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Brain: Ventromedial prefrontal cortex
Ventromedial prefrontal cortex on medial and ventral views of the brain, reflecting approximate location of damage in patients with decision making deficits.[1].
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MeSH [1]

The ventromedial prefrontal cortex is a part of the prefrontal cortex in the human brain. Its function has not been fully determined, but experiments suggest that it may have a role in the processing of risk and fear, and in decision making.

Note that different researchers use the term 'Ventromedial prefrontal cortex' differently. Sometimes, the term is saved for the area above the medial orbitofrontal cortex, while at other times, 'ventromedial prefrontal cortex' is used to describe a broad area in the lower (ventral) central (medial) region of the prefrontal cortex, of which the medial orbitofrontal cortex constitutes the lower-most part. This latter, broader area corresponds to the area damaged in patients with decision-making impairments investigated by António Damásio and colleagues (see diagram, and below).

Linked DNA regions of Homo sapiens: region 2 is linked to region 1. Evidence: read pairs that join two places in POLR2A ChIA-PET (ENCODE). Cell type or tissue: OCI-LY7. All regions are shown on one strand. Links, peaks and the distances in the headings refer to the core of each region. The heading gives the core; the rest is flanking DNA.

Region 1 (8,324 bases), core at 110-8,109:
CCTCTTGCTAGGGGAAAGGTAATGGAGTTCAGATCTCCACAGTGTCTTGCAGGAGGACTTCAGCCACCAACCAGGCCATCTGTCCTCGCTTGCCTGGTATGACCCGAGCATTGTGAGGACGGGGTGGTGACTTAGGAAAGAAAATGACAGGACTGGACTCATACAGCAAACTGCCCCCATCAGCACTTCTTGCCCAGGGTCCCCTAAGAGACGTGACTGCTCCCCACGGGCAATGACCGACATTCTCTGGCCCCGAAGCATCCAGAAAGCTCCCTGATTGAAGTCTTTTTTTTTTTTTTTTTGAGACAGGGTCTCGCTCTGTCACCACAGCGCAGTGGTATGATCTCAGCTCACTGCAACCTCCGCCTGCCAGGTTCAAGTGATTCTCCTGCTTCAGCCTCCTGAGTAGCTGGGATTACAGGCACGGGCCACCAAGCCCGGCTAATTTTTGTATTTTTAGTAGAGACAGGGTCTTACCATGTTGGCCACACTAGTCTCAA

As of yet, functional differences between the orbitofrontal and ventromedial areas of the pre-frontal cortex are not clearly established, although the areas of the ventromedial cortex superior to the orbitofrontal cortex are much less associated with social functions and more with pure emotion regulation.

One particularly notable theory of VMPFC function is the somatic marker hypothesis, accredited to António Damásio. By this hypothesis, the VMPFC has a central role in adapting somatic markers - emotional associations, or associations between mental objects and visceral (bodily) feedback - for use in natural decision making. This account also gives the VMPFC a role in moderating emotions and emotional reactions.


  1. Bechara, A (1998). Dissociation Of Working Memory from Decision Making within the Human Prefrontal Cortex. Journal of Neuroscience 18: 428-437.

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